3. 3.

    These are specific circumstances; as a general rule, unbalanced randomization leads to reduced statistical power.

  4. 4.

    In addition, while E2 provides a clear account of idealized changes in the size of the clinical community favouring an intervention in response to emerging evidence, and of how this might provide a motivation to alter randomization weights, it is less clear how, in practical terms, these changes might translate to specific decisions to adjust these weights at the level of the trial. A more developed account of how this might occur is needed for a full evaluation of E2 in the context of OAR.

  5. 5.

    It should be noted that E2, as expounded by London [11], rejects such a notion of ‘belief’, since it suggests an epistemologically implausible model of a single meta-agent whose beliefs regarding emerging data are required to be reconciled. Instead, evidence emerging from the trial is taken by London to represent a distribution of beliefs within an idealized medical community.

  6. 6.

    Thus, Jason Tehranisa and William Meurer argue that OAR ‘works to collectively favour the patients within the trial in situations when one treatment is ultimately better than the other’ [39, p. 2131] (emphasis added).

  7. 7.

    The proviso ‘may be greater’ is stated because, depending on both the size of the study and the proportion of participants assigned to the ultimately inferior treatment, there may be certain instances where the number receiving the inferior treatment under OAR is smaller than would be expected with 1:1 FRR, though the difference is likely to be modest [43]. Similarly, the total number of patients required in an OAR study may in certain circumstances be smaller than the number required in an FFR trial [42].

  8. 8.

    There is, however, evidence that under certain conditions multi-arm trials employing OAR may be more efficient than two-arm OAR trials, and sometimes more efficient than a multi-arm trial with FFR [15, 16].

  9. 9.

    Within perfect procedural justice, a process of allocation can be defined that will guarantee a just substantive outcome (where such an outcome is defined in terms other than the allocation process per se). Within imperfect procedural justice, a just substantive outcome is not guaranteed, as ‘there is no feasible procedure which is sure to lead to it’ [45, p. 86].

  10. 10.

    If such choice as to the timing of enrolment were in fact feasible, it would raise issues for the internal validity of the study, as the changing randomization ratios would tend to be associated with changes in the characteristics of the participants being allocated [9, 10].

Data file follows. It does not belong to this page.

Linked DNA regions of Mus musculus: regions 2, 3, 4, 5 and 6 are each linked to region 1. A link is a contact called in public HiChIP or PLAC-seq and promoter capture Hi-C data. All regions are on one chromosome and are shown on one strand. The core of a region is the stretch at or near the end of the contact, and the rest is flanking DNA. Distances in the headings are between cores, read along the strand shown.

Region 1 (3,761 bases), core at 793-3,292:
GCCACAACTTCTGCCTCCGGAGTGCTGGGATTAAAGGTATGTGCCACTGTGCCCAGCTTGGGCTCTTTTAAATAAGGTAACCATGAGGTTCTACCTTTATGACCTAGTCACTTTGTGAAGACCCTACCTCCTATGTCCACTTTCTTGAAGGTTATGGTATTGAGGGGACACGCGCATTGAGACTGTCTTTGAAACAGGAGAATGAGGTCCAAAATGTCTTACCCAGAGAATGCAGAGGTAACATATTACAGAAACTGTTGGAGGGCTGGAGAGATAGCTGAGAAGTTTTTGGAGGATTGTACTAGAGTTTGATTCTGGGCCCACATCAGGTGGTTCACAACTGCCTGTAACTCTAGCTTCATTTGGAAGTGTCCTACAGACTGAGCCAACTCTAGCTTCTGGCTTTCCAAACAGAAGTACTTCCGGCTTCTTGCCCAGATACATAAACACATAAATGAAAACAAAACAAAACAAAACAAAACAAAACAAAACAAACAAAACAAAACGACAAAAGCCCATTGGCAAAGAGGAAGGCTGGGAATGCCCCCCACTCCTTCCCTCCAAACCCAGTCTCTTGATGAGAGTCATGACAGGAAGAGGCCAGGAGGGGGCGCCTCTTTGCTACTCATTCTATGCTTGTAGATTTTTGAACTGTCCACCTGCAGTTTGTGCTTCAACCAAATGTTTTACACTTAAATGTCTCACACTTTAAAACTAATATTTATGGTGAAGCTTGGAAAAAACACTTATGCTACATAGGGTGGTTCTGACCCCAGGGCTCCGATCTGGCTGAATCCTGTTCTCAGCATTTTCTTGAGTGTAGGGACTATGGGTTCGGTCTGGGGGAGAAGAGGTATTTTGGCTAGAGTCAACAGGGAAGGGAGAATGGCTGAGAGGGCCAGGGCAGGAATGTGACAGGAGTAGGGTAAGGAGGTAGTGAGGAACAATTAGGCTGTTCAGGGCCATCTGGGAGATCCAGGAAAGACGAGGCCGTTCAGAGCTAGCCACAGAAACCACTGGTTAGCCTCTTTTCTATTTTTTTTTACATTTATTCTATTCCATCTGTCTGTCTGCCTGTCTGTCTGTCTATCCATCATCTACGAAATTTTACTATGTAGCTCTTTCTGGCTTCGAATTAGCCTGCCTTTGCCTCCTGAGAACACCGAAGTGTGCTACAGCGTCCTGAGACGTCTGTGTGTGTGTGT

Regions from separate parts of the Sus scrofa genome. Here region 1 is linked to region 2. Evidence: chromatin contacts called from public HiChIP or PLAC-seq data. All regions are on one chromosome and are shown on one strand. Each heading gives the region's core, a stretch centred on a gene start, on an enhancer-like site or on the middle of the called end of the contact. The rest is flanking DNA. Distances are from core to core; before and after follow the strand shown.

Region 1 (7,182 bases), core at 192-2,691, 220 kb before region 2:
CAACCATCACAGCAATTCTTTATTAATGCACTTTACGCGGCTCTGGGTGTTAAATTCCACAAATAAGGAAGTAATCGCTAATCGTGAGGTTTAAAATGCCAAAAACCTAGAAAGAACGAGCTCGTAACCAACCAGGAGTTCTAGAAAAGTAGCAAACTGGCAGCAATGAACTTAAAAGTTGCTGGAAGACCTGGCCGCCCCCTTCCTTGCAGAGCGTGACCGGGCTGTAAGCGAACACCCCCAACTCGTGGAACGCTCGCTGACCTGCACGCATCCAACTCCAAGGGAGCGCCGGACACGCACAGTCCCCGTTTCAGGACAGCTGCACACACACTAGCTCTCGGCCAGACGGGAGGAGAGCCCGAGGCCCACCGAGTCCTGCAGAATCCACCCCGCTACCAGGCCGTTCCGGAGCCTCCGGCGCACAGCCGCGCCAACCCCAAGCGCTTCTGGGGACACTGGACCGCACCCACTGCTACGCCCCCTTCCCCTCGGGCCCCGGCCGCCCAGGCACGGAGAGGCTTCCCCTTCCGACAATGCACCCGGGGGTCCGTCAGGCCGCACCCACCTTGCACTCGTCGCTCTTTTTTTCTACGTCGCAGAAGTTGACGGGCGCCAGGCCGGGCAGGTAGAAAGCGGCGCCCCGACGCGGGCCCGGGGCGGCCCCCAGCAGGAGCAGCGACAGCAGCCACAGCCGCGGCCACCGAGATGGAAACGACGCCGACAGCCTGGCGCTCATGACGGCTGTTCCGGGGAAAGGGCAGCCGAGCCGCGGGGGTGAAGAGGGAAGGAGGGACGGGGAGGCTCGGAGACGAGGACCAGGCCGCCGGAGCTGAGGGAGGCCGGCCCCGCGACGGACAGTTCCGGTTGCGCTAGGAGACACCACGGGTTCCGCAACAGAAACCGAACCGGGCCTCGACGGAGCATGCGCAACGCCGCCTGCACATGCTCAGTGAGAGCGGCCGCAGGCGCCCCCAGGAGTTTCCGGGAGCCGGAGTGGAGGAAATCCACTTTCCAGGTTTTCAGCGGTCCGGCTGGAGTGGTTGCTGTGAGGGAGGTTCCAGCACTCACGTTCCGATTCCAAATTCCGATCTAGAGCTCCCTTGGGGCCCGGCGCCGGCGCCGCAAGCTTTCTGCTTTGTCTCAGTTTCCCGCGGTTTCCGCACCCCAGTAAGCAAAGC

11. 11.

    Hey and Kimmelman discuss this issue with specific reference to phase 2 and phase 3 clinical trials [2]; see also Jack Lee [7]. The possibility that the criterion for adaptive randomization might be based on more than one outcome variable presents a challenge. In covariate-adaptive randomization, baseline covariates can be differentially weighted in terms of their potential confounding influences—which might be determined empirically—and the randomization algorithm can be determined accordingly. In OAR, however, such outcomes would have to be weighted in terms of their relationship to a particular conceptualization of participant welfare. Determining the appropriate weightings in such terms would not be straightforward.

  12. 12.

    As is indicated in earlier discussion, the role that such information plays will differ according to whether E1 or E2 is adopted as the underlying criterion of adaptive randomization. In either case, however, the requirement to tell participants that—and how—such information is to be used is essentially the same.

  13. 13.

    There is little empirical evidence in the specific context of OAR, but these assumptions seem reasonable given what is known about information and recall in relation to consent. One experimental study that has examined comprehension of OAR found that, while self-rated understanding of OAR versus FRR did not differ, correct identification of the method of treatment allocation was significantly lower for those presented with a description of OAR than for those presented with a description of FRR [39]. It is also reasonable to think that challenges in terms of disclosure and comprehension are greater in a multi-arm than in a two-arm OAR trial.

  14. 14.

    Steven Joffe and Susan Ellenberg [5] as well as Bothwell and Kesselheim [12] consider some practical issues relating to obtaining consent with OAR.

  15. 15.

    Resentful demoralization describes a phenomenon whereby those perceiving themselves to be recipients of the less desirable intervention may become disheartened and respond less well. In contrast, compensatory rivalry occurs when such individuals respond better in an attempt to offset the perceived disadvantage of receiving the less favourable intervention [63]. An additional possibility is switching—those aware that they are receiving the less desirable intervention may try to obtain the better alternative.

  16. 16.

    Some design modifications that aim to strengthen OAR trials have associated disadvantages. Greater efficiency in a multi-arm OAR trial may be gained by maintaining the size of the control group at that of the best-performing active treatment arm. However, this modification would undercut the ethical motivation of OAR by preventing preferential randomization to this arm in comparison to the control arm [10].

  17. 17.

    This counterargument depends, however, on the appropriate number and timing of interim analyses. If such analyses are too few, or occur too infrequently, or adopt an unsuitable statistical threshold for termination of the trial [69, 70], there is a sense in which a trial based on FRR would indeed be open to the charge of taking inadequate account of relevant information.


Compliance with ethical standards

Conflict of interest

The author declares that he has no conflict of interest.


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Authors and Affiliations

  1. 1.Institute for Primary Care and Health SciencesKeele UniversityStaffordshireUK